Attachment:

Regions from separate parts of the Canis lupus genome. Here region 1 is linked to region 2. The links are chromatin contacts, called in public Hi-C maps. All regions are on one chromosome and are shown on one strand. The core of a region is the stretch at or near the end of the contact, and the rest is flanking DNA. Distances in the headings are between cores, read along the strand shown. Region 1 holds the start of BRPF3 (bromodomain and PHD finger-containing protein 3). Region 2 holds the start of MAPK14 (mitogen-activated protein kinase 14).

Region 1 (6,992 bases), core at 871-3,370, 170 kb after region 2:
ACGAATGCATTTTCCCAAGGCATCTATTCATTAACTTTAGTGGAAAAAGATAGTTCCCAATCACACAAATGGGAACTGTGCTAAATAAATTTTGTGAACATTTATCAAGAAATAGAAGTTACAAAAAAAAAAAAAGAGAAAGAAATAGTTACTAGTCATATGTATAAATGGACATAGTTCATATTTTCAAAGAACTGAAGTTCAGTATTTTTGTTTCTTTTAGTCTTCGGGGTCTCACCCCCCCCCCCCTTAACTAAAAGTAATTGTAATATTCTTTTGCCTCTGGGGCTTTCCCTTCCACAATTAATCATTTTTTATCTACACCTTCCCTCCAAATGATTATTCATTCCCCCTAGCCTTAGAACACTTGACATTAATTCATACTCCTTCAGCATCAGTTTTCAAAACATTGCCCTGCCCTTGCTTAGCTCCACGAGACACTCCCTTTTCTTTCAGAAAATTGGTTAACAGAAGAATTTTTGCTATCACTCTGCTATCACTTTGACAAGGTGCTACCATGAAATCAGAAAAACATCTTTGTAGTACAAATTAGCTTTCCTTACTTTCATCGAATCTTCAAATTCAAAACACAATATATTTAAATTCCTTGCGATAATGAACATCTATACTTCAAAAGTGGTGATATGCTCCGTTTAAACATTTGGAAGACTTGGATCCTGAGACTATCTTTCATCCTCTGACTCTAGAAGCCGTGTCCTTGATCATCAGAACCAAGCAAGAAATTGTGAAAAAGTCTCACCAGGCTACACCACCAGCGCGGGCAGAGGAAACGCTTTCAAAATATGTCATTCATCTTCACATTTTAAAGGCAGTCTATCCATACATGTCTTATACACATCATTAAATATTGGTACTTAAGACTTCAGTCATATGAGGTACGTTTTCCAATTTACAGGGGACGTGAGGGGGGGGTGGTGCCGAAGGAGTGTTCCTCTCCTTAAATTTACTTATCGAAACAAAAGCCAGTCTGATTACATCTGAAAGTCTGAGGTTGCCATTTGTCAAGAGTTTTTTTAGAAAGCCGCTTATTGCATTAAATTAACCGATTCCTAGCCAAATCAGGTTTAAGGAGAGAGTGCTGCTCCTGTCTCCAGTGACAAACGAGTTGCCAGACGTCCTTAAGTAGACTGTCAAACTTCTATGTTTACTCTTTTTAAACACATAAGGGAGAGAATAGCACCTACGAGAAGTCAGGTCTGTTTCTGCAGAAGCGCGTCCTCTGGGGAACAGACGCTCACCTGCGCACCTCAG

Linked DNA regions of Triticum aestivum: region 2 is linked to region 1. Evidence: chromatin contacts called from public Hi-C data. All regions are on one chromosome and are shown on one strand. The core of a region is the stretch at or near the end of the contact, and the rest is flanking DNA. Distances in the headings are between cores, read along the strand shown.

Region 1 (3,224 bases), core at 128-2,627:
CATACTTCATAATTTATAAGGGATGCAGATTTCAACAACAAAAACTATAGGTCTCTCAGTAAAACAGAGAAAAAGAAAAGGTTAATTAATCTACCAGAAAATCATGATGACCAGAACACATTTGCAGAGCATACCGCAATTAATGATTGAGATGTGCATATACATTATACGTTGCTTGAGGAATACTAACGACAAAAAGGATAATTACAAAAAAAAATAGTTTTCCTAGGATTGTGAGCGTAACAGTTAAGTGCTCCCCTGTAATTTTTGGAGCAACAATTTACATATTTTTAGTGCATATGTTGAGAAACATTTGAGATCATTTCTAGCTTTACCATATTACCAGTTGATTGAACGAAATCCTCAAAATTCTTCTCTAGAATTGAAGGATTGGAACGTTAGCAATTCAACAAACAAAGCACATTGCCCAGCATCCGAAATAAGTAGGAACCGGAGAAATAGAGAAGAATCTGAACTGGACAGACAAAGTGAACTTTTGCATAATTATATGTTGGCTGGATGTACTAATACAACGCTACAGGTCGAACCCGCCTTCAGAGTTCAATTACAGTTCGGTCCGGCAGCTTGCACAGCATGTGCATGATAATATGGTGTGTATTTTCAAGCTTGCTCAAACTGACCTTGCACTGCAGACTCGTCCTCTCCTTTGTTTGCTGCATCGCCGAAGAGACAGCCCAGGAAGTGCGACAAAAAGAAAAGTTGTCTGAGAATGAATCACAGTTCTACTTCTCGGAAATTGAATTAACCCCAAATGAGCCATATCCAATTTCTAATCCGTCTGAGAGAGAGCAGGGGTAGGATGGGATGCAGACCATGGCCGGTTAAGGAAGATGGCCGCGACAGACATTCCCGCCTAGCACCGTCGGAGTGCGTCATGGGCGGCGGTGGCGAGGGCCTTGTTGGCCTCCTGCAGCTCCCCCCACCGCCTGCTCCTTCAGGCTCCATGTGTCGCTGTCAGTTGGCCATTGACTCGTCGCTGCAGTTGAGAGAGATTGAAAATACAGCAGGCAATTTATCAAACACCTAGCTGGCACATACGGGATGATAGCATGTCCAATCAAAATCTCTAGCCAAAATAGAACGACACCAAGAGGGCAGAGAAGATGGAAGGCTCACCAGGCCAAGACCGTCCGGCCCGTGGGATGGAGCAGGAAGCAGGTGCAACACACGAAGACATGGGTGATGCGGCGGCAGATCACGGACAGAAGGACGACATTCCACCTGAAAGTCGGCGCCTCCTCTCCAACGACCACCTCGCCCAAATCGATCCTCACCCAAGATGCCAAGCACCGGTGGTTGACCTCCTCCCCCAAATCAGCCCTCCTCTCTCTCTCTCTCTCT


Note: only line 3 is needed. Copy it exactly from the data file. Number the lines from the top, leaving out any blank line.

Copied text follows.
ACGAATGCATTTTCCCAAGGCATCTATTCATTAACTTTAGTGGAAAAAGATAGTTCCCAATCACACAAATGGGAACTGTGCTAAATAAATTTTGTGAACATTTATCAAGAAATAGAAGTTACAAAAAAAAAAAAAGAGAAAGAAATAGTTACTAGTCATATGTATAAATGGACATAGTTCATATTTTCAAAGAACTGAAGTTCAGTATTTTTGTTTCTTTTAGTCTTCGGGGTCTCACCCCCCCCCCCCTTAACTAAAAGTAATTGTAATATTCTTTTGCCTCTGGGGCTTTCCCTTCCACAATTAATCATTTTTTATCTACACCTTCCCTCCAAATGATTATTCATTCCCCCTAGCCTTAGAACACTTGACATTAATTCATACTCCTTCAGCATCAGTTTTCAAAACATTGCCCTGCCCTTGCTTAGCTCCACGAGACACTCCCTTTTCTTTCAGAAAATTGGTTAACAGAAGAATTTTTGCTATCACTCTGCTATCACTTTGACAAGGTGCTACCATGAAATCAGAAAAACATCTTTGTAGTACAAATTAGCTTTCCTTACTTTCATCGAATCTTCAAATTCAAAACACAATATATTTAAATTCCTTGCGATAATGAACATCTATACTTCAAAAGTGGTGATATGCTCCGTTTAAACATTTGGAAGACTTGGATCCTGAGACTATCTTTCATCCTCTGACTCTAGAAGCCGTGTCCTTGATCATCAGAACCAAGCAAGAAATTGTGAAAAAGTCTCACCAGGCTACACCACCAGCGCGGGCAGAGGAAACGCTTTCAAAATATGTCATTCATCTTCACATTTTAAAGGCAGTCTATCCATACATGTCTTATACACATCATTAAATATTGGTACTTAAGACTTCAGTCATATGAGGTACGTTTTCCAATTTACAGGGGACGTGAGGGGGGGGTGGTGCCGAAGGAGTGTTCCTCTCCTTAAATTTACTTATCGAAACAAAAGCCAGTCTGATTACATCTGAAAGTCTGAGGTTGCCATTTGTCAAGAGTTTTTTTAGAAAGCCGCTTATTGCATTAAATTAACCGATTCCTAGCCAAATCAGGTTTAAGGAGAGAGTGCTGCTCCTGTCTCCAGTGACAAACGAGTTGCCAGACGTCCTTAAGTAGACTGTCAAACTTCTATGTTTACTCTTTTTAAACACATAAGGGAGAGAATAGCACCTACGAGAAGTCAGGTCTGTTTCTGCAGAAGCGCGTCCTCTGGGGAACAGACGCTCACCTGCGCACCTCAG